CYCLING in and out of Glasgow City Centre has increase by almost 200 per cent in the past decade, according to council officials.
The increase comes after measures to make the city more bike-friendly — such as the South West City Way, pictured below — and as work continues on major projects to make cycling more attractive.
A report by city officials outlines initiatives that are in the pipeline:
Cycling is an important element of the design for the Sighthill Transformational Regeneration Area which will include:
• A new pedestrian and cycle bridge across the M8 to provide a link to, and through, the development from the City Centre
• Two-way segregated cycleways along a proposed civic boulevard through Sighthill and on the new northern road that links Springburn Road to Keppochill Road with a new bridge.
• A four-metre wide illuminated core path through Sighthill Park from the northern road to Pinkston Road
• Four-and-a-half-metre wide shared-use footways on Pinkston Road
• Integration of the existing Glasgow to Cumbernauld core path that runs along the south edge of the masterplan area
The City Centre ‘Avenues’ work at Sauchiehall Street West (Charing Cross to Rose Street) started on site in January 2018 with completion currently scheduled for May 2019. This includes a two-way cycle route segregated from traffic.
Design work has started on proposals for Argyle Street, Sauchiehall Precinct and the Underline (a linear public realm project under the M8 to link both sides of New City Road).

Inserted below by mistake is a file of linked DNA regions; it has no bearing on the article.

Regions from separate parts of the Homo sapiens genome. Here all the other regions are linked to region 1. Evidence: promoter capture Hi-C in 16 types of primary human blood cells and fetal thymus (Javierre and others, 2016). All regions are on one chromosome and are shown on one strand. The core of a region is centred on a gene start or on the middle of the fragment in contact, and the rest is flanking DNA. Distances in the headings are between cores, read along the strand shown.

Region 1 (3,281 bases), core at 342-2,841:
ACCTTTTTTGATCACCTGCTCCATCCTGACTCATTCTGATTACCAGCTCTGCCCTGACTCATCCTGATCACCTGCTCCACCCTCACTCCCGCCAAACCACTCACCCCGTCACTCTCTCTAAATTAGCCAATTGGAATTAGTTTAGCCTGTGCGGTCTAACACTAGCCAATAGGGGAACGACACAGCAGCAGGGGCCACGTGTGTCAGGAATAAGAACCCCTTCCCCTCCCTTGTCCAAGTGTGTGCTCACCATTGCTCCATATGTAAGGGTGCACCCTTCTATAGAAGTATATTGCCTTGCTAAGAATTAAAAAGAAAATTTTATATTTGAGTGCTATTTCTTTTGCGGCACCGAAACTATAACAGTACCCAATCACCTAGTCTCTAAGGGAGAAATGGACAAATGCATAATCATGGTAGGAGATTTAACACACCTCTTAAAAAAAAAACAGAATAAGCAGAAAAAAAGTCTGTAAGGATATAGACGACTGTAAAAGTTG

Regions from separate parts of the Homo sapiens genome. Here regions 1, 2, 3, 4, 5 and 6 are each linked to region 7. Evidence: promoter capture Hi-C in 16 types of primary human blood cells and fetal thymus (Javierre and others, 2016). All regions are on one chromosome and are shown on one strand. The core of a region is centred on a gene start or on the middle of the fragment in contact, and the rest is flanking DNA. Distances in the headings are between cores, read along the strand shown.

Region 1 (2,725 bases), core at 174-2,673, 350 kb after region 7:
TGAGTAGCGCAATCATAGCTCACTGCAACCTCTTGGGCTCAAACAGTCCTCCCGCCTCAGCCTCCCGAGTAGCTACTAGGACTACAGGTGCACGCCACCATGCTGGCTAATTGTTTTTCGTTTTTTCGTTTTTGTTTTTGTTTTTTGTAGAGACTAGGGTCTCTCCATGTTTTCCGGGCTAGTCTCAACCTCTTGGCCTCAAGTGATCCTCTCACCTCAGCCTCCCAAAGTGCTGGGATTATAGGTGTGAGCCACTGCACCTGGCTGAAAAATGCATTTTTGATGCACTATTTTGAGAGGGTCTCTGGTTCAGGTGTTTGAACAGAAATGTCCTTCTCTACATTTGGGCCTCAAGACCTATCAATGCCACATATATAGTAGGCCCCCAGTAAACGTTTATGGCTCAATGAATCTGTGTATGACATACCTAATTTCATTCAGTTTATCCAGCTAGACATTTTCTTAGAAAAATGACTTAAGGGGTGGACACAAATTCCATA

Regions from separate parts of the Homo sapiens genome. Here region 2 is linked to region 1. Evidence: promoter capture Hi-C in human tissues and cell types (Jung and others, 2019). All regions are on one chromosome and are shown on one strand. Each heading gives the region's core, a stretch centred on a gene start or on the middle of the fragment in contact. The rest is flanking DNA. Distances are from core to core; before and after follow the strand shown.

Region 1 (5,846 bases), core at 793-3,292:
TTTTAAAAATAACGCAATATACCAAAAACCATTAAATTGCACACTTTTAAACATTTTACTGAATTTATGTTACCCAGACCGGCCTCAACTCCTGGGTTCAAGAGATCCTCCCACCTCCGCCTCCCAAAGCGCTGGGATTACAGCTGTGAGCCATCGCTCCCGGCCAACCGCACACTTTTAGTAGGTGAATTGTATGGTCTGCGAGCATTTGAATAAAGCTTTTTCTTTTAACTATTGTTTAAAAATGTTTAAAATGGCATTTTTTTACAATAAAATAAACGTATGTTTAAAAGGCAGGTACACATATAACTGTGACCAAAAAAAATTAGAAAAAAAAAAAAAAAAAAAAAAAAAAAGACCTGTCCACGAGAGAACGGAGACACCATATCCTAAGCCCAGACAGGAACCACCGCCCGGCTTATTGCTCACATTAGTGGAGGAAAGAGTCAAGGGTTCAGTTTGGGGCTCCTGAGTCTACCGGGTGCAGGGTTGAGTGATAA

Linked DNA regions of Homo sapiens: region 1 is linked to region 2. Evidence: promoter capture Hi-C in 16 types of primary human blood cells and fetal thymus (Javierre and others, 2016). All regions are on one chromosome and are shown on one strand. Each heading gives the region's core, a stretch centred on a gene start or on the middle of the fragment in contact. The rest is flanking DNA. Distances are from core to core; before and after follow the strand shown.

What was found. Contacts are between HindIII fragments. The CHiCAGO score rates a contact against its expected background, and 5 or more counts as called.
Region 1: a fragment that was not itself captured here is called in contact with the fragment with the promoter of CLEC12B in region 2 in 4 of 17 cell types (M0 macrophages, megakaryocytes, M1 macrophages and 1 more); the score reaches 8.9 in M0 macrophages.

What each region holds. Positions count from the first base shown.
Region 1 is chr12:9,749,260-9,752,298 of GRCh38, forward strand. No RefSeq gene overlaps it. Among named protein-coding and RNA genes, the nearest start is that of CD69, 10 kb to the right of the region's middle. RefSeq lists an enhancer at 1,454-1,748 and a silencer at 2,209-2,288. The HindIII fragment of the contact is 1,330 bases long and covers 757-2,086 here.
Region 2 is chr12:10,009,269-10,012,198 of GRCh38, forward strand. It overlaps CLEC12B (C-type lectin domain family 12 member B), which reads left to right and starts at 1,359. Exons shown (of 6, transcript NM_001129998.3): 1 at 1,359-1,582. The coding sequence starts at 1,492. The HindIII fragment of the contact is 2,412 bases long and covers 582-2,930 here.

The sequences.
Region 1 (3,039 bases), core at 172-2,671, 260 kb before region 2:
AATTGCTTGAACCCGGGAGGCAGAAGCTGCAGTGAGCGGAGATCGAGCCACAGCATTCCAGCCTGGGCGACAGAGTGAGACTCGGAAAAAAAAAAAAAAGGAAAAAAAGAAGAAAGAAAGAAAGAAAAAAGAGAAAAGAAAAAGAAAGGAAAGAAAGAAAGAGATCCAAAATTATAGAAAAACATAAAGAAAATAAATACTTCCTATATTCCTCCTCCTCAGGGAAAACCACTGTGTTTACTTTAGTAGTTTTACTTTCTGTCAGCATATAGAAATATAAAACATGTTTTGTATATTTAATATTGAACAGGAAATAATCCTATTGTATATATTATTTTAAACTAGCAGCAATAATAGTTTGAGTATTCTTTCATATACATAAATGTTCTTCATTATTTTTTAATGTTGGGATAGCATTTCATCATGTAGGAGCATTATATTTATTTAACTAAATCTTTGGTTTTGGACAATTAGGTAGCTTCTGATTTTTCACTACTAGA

A pedestrian-cycle bridge is propsoed between Govan and Partick and improved cycle infrastructure is planned between Glasgow University/Kelvingrove and the Riverside Museum.
The Collegelands Calton Barras project will improve cycling provision from the inner East End to the City Centre by improving existing connections and creating new routes.
Construction of the South City Way, a three-kilometre segregated cycle route from Queen’s Park to the City Centre, started in December on Victoria Road.
The first phase of work has been between Queen’s Park and Queens Park Railway Station. Work on phase two — between Coplaw Street and Cumberland Street — is expected to start soon.
Design work for the remaining phases, Queen’s Park Station to Coplaw Street, Cumberland Street to the City Centre and the City Centre section continues with construction scheduled for 2019.
Meanwhile the ‘Connecting Woodside’ project includes a strategic segregated cycle route along St George’s Road, linking the Forth and Clyde Canal and regeneration work at Port Dundas and Sighthill, with the City Centre and in particular, the Sauchiehall Street ‘Avenue’ project. During 2018, design of the cycling and walking routes and public spaces will continue.
Design work and consultation is also taking place over several schemes to improve cycling walking and public space in the Battlefield Rest junction on the South Side and Queen Margaret Drive and Byres Road in the West End.
Design work has been completed for a new segregated cycle track on Jura Street, linking Bellahouston Park/ Paisley Road West with Craigton Road to help people travelling to the Queen Elizabeth University Hospital from the south side of the city and enhance access to Bellahouston Park for those living locally.
Gritting of the South West City Way was undertaken during the winter of 2017/18.
City officials say 2017 was “an extremely active and productive year for developing cycling within Glasgow across all forms of cycling for commuting, leisure or sport purposes.”
They add: “Indeed, the number of people who cycle in and out of the city centre has increased by nearly 200 per cent since the baseline count in 2007.”
The city has a vision to create “a vibrant cycling city where cycling is accessible, safe and attractive to all”.